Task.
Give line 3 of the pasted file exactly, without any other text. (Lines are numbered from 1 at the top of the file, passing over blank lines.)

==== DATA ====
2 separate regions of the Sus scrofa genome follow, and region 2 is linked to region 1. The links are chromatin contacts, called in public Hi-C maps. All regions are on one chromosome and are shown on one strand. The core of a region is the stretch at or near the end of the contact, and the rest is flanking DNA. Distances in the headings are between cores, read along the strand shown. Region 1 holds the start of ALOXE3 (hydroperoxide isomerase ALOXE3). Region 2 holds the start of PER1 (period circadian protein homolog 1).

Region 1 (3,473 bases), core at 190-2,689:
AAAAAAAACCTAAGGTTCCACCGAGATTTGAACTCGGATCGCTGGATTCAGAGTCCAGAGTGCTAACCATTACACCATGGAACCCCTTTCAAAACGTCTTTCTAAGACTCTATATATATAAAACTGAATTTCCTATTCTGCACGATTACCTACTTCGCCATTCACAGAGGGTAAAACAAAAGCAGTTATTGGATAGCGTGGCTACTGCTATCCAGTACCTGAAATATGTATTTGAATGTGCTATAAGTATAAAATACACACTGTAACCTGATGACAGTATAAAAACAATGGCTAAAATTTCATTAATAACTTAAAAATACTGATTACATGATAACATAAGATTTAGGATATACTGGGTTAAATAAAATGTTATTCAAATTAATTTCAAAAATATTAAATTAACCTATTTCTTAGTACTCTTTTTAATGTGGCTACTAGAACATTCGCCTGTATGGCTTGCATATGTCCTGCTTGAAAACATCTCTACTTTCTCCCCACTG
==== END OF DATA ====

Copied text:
AAAAAAAACCTAAGGTTCCACCGAGATTTGAACTCGGATCGCTGGATTCAGAGTCCAGAGTGCTAACCATTACACCATGGAACCCCTTTCAAAACGTCTTTCTAAGACTCTATATATATAAAACTGAATTTCCTATTCTGCACGATTACCTACTTCGCCATTCACAGAGGGTAAAACAAAAGCAGTTATTGGATAGCGTGGCTACTGCTATCCAGTACCTGAAATATGTATTTGAATGTGCTATAAGTATAAAATACACACTGTAACCTGATGACAGTATAAAAACAATGGCTAAAATTTCATTAATAACTTAAAAATACTGATTACATGATAACATAAGATTTAGGATATACTGGGTTAAATAAAATGTTATTCAAATTAATTTCAAAAATATTAAATTAACCTATTTCTTAGTACTCTTTTTAATGTGGCTACTAGAACATTCGCCTGTATGGCTTGCATATGTCCTGCTTGAAAACATCTCTACTTTCTCCCCACTG